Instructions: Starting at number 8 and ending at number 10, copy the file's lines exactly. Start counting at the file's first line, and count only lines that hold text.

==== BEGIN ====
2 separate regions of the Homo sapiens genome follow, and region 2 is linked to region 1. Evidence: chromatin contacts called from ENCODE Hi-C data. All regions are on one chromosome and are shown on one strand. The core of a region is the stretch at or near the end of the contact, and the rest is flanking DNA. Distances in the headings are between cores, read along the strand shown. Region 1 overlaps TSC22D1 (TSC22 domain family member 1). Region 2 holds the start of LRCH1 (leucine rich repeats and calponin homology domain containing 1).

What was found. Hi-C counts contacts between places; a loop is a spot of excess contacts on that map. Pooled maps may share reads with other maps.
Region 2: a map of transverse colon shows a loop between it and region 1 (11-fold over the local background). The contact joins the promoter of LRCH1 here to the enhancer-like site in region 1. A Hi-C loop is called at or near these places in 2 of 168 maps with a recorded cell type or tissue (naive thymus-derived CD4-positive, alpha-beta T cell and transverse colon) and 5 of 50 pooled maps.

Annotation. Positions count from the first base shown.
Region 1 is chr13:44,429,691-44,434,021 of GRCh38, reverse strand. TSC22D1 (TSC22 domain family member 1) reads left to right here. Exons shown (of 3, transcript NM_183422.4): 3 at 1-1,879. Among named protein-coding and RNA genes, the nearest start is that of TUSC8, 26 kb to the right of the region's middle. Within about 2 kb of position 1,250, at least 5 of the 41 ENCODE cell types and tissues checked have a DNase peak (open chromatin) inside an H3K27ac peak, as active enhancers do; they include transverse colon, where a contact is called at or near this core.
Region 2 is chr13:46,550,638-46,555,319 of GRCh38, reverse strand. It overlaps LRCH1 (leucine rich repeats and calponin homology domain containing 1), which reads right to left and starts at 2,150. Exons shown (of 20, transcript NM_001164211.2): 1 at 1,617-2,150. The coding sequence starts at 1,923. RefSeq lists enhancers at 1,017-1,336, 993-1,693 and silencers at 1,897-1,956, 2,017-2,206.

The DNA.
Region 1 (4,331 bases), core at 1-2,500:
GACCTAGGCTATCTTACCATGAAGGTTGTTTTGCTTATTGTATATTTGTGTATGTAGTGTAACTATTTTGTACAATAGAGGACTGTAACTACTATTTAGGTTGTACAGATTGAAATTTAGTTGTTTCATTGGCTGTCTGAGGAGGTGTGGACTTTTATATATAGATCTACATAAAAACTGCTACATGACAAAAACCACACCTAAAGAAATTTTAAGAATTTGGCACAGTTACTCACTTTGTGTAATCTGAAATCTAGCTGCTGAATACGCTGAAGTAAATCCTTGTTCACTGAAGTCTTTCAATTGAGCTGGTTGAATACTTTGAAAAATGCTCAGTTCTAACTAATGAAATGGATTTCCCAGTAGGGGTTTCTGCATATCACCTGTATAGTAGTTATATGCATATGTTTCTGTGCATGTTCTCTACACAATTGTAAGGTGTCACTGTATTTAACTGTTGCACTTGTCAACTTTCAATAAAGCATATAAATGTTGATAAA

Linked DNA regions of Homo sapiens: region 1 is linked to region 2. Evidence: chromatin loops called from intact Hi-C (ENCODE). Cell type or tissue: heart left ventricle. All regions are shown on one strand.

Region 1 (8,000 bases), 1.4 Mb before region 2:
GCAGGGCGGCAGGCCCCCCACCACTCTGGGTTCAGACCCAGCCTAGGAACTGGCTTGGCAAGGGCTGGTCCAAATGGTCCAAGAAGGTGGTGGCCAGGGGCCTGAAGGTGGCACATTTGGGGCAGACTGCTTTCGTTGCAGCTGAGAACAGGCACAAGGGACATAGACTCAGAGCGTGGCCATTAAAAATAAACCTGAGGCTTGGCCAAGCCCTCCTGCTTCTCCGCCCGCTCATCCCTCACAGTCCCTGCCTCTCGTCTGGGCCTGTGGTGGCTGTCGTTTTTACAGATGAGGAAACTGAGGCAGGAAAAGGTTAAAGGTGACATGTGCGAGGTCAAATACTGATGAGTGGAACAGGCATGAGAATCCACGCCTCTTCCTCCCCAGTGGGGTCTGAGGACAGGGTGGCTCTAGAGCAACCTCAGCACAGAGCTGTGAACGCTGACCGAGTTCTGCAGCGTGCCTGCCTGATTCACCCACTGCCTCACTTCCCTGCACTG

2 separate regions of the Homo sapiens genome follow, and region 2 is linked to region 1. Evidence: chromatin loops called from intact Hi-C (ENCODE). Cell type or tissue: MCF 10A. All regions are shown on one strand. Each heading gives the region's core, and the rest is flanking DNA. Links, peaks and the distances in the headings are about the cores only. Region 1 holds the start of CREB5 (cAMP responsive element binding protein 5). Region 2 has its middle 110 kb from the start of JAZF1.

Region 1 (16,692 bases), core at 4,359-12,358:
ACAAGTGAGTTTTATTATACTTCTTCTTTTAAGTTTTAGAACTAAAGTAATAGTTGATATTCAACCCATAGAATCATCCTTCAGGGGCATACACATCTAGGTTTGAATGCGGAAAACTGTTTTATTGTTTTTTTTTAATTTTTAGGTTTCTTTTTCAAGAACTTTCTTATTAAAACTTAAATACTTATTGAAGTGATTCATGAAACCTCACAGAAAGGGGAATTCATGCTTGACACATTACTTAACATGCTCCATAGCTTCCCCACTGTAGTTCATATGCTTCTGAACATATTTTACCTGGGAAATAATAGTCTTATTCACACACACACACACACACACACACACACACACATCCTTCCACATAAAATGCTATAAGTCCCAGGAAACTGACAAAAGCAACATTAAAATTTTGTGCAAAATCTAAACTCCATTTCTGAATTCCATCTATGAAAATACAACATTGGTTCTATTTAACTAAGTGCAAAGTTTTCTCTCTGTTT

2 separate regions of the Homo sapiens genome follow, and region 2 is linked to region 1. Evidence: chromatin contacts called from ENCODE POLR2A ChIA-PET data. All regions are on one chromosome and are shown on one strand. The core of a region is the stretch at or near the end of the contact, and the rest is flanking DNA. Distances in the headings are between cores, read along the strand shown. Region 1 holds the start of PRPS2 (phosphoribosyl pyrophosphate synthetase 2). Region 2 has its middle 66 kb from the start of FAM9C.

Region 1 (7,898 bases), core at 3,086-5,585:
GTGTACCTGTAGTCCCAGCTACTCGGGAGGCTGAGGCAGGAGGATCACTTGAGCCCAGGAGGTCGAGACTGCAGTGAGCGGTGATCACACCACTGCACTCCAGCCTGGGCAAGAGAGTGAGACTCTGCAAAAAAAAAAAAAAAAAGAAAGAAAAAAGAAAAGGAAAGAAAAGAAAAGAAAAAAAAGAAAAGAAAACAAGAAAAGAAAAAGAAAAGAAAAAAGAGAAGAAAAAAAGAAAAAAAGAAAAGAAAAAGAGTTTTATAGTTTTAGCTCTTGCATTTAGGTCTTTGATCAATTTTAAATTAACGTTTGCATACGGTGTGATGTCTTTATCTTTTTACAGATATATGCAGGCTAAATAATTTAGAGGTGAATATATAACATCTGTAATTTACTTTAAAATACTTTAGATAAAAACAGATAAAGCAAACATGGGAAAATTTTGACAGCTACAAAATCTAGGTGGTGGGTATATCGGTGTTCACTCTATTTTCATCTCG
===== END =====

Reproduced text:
Region 1 (4,331 bases), core at 1-2,500:
GACCTAGGCTATCTTACCATGAAGGTTGTTTTGCTTATTGTATATTTGTGTATGTAGTGTAACTATTTTGTACAATAGAGGACTGTAACTACTATTTAGGTTGTACAGATTGAAATTTAGTTGTTTCATTGGCTGTCTGAGGAGGTGTGGACTTTTATATATAGATCTACATAAAAACTGCTACATGACAAAAACCACACCTAAAGAAATTTTAAGAATTTGGCACAGTTACTCACTTTGTGTAATCTGAAATCTAGCTGCTGAATACGCTGAAGTAAATCCTTGTTCACTGAAGTCTTTCAATTGAGCTGGTTGAATACTTTGAAAAATGCTCAGTTCTAACTAATGAAATGGATTTCCCAGTAGGGGTTTCTGCATATCACCTGTATAGTAGTTATATGCATATGTTTCTGTGCATGTTCTCTACACAATTGTAAGGTGTCACTGTATTTAACTGTTGCACTTGTCAACTTTCAATAAAGCATATAAATGTTGATAAA

Linked DNA regions of Homo sapiens: region 1 is linked to region 2. Evidence: chromatin loops called from intact Hi-C (ENCODE). Cell type or tissue: heart left ventricle. All regions are shown on one strand.